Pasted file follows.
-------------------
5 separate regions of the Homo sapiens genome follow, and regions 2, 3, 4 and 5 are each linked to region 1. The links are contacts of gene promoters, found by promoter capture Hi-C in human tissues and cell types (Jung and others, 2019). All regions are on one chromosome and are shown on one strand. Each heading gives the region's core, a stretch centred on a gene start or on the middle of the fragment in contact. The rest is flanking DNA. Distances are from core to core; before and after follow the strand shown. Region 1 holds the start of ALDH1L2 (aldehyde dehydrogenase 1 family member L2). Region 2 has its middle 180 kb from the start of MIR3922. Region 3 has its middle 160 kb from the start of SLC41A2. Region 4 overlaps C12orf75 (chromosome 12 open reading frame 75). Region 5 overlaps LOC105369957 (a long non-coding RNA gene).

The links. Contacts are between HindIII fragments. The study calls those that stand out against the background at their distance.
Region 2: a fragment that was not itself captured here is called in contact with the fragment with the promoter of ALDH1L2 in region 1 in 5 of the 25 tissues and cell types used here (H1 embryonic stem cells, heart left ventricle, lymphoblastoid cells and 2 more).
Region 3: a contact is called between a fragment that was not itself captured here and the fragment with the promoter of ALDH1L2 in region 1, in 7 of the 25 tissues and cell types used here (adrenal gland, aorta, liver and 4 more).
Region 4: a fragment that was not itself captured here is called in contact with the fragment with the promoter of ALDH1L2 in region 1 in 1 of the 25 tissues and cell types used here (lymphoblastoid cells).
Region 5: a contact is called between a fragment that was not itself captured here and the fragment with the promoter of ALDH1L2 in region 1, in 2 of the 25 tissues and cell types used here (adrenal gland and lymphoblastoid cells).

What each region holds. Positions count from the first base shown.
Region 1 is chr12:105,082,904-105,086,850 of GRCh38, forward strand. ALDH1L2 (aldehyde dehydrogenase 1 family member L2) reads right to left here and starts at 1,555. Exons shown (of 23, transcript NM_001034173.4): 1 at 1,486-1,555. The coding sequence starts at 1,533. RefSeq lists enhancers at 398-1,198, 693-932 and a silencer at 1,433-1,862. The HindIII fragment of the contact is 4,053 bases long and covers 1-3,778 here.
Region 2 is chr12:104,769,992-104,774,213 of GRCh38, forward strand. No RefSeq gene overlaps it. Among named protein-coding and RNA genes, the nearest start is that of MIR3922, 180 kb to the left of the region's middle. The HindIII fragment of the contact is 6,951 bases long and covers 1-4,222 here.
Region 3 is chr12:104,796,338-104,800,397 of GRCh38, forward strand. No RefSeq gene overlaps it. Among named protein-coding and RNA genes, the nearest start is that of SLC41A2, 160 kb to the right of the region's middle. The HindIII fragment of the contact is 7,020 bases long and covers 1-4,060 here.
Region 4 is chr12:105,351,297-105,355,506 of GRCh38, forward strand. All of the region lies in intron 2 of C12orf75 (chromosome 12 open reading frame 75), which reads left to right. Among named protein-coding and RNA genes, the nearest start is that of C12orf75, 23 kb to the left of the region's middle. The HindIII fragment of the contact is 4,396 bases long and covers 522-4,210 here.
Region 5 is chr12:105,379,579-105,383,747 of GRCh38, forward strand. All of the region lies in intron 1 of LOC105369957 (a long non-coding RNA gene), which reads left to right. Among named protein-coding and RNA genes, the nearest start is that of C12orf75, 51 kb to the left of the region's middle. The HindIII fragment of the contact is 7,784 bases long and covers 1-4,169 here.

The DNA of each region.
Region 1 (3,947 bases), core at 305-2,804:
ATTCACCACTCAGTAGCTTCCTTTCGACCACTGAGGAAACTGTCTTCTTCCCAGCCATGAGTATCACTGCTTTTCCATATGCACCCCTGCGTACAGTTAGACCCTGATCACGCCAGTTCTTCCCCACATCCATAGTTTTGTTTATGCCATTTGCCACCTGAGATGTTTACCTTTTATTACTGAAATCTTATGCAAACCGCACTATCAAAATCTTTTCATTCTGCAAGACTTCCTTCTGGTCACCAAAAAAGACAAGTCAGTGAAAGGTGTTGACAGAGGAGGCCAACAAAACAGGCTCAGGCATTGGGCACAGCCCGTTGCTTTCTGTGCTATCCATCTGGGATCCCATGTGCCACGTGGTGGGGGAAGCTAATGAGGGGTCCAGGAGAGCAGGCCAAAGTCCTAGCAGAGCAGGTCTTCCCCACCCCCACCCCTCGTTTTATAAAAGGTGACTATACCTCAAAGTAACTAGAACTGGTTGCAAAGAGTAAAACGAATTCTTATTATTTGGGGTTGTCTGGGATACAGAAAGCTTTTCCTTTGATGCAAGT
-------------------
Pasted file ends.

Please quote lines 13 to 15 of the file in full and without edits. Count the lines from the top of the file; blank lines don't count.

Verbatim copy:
The DNA of each region.
Region 1 (3,947 bases), core at 305-2,804:
ATTCACCACTCAGTAGCTTCCTTTCGACCACTGAGGAAACTGTCTTCTTCCCAGCCATGAGTATCACTGCTTTTCCATATGCACCCCTGCGTACAGTTAGACCCTGATCACGCCAGTTCTTCCCCACATCCATAGTTTTGTTTATGCCATTTGCCACCTGAGATGTTTACCTTTTATTACTGAAATCTTATGCAAACCGCACTATCAAAATCTTTTCATTCTGCAAGACTTCCTTCTGGTCACCAAAAAAGACAAGTCAGTGAAAGGTGTTGACAGAGGAGGCCAACAAAACAGGCTCAGGCATTGGGCACAGCCCGTTGCTTTCTGTGCTATCCATCTGGGATCCCATGTGCCACGTGGTGGGGGAAGCTAATGAGGGGTCCAGGAGAGCAGGCCAAAGTCCTAGCAGAGCAGGTCTTCCCCACCCCCACCCCTCGTTTTATAAAAGGTGACTATACCTCAAAGTAACTAGAACTGGTTGCAAAGAGTAAAACGAATTCTTATTATTTGGGGTTGTCTGGGATACAGAAAGCTTTTCCTTTGATGCAAGT